independent

Thursday 17 April 2014

Time to reflect

• With the publication of the Leveson Report into the standards and practices of the British media, one wonders how journalists themselves feel about all of the attention.

Do they now regret their attitudes? Have they finally realised that the concept of 'freedom of the press', while essential to democracy, did not justify crimes like corruption, breaching privacy and ignoring the ethics of their chosen profession.

They, who were always so quick to see the faults in others, must now do a post mortem on their own behaviour. These 'physicians' of British democracy must now heal themselves.

But we, the public, must realise that this is not just about the privacy of celebrities. It's about the relentless pursuit of a story, and profits, at all costs. Not only did they hack the phones and email accounts of people as diverse as politicians, murder victims' families, JK Rowling and the royal family, they bribed and encouraged others to do it.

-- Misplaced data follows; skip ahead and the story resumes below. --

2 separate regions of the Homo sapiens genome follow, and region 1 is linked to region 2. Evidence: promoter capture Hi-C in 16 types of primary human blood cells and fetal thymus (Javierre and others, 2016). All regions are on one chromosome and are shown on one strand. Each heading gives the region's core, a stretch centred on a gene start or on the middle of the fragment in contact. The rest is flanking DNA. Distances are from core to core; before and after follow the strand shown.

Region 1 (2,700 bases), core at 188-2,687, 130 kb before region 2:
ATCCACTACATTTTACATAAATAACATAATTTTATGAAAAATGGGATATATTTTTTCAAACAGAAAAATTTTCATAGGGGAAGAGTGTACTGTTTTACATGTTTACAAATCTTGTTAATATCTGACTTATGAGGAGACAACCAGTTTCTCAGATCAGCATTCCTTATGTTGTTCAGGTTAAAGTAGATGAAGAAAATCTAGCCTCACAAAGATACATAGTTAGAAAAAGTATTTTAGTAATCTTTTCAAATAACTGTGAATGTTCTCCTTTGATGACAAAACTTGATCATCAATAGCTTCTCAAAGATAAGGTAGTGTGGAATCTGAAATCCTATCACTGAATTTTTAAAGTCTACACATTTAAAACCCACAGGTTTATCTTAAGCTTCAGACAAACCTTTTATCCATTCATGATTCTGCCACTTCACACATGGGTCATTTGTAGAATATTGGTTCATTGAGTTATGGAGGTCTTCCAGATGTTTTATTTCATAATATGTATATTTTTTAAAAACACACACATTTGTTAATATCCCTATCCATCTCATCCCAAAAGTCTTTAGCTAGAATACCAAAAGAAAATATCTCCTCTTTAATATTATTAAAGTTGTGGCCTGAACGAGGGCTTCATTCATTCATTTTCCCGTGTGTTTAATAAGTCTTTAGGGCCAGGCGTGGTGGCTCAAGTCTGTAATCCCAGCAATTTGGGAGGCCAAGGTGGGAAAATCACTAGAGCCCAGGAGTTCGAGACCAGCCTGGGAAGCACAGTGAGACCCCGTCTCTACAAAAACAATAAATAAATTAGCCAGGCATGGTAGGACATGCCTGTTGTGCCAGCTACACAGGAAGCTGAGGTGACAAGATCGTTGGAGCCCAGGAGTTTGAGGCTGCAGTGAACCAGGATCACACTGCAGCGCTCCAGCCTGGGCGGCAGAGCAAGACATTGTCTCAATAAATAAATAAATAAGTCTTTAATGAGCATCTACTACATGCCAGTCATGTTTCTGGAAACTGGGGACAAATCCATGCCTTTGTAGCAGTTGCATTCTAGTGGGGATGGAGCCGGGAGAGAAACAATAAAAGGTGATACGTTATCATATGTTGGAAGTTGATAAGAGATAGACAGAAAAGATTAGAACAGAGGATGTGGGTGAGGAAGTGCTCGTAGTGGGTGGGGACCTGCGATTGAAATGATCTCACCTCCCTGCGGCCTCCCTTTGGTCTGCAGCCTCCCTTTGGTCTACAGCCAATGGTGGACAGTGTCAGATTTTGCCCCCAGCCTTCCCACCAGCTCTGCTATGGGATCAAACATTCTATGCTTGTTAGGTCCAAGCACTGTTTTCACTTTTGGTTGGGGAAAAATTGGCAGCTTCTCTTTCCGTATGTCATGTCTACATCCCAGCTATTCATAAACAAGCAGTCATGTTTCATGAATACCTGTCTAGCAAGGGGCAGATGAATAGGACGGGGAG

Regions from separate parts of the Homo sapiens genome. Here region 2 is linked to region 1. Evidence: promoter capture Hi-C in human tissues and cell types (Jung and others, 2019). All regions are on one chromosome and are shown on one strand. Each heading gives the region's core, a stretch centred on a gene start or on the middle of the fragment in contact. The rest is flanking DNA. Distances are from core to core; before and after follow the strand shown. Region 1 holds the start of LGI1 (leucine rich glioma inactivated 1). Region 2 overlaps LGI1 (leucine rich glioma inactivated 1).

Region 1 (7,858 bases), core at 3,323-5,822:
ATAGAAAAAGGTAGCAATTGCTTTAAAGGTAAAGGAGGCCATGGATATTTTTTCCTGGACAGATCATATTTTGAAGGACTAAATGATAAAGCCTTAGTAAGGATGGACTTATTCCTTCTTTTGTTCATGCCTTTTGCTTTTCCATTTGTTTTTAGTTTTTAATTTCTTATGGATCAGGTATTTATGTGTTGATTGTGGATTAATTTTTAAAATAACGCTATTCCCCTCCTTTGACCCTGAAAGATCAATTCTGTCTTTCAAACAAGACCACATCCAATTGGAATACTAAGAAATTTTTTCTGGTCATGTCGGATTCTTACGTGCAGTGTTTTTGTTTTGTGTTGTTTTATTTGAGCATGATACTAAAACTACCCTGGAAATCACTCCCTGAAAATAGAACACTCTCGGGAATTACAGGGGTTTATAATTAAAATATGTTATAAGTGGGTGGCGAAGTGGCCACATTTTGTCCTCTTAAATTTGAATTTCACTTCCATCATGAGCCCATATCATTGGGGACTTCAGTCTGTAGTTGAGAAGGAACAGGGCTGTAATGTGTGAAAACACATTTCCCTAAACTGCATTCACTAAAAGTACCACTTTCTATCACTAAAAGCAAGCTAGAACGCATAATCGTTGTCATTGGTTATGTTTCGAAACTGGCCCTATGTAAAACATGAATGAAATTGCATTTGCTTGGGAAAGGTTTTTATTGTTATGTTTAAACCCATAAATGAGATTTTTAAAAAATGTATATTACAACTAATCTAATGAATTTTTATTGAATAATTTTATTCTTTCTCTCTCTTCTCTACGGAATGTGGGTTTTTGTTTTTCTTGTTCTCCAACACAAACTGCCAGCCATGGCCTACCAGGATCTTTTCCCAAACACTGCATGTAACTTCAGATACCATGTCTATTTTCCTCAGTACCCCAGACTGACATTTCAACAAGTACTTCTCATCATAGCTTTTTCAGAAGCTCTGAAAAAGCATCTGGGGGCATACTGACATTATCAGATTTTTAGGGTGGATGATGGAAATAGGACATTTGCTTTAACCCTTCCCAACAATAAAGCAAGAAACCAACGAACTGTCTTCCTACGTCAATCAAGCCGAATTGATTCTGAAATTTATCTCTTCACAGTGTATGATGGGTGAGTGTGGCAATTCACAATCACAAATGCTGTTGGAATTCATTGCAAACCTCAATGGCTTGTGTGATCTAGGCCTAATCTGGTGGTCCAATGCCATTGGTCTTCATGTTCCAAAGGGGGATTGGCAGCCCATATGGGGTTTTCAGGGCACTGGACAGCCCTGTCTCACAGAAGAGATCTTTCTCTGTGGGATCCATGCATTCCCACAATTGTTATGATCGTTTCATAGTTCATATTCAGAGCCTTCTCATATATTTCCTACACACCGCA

People we trust with protecting our privacy, like the police and government officials, were co-opted and coerced into compromising our personal security.

It could have been anyone if they had been in something 'big' enough to warrant the media vultures' attention.

But while we see the faults in others with this scandal, we must also accept that we too played a part in creating this problem every time we bought one of these tabloids, with their overt invasion into the private lives of various people and said nothing about their methods.

The Press aren't the only ones in the spotlight over the phone-hacking scandal. We, the public, are too.

Colin Smith
Clara, Co Offaly

Irish Independent

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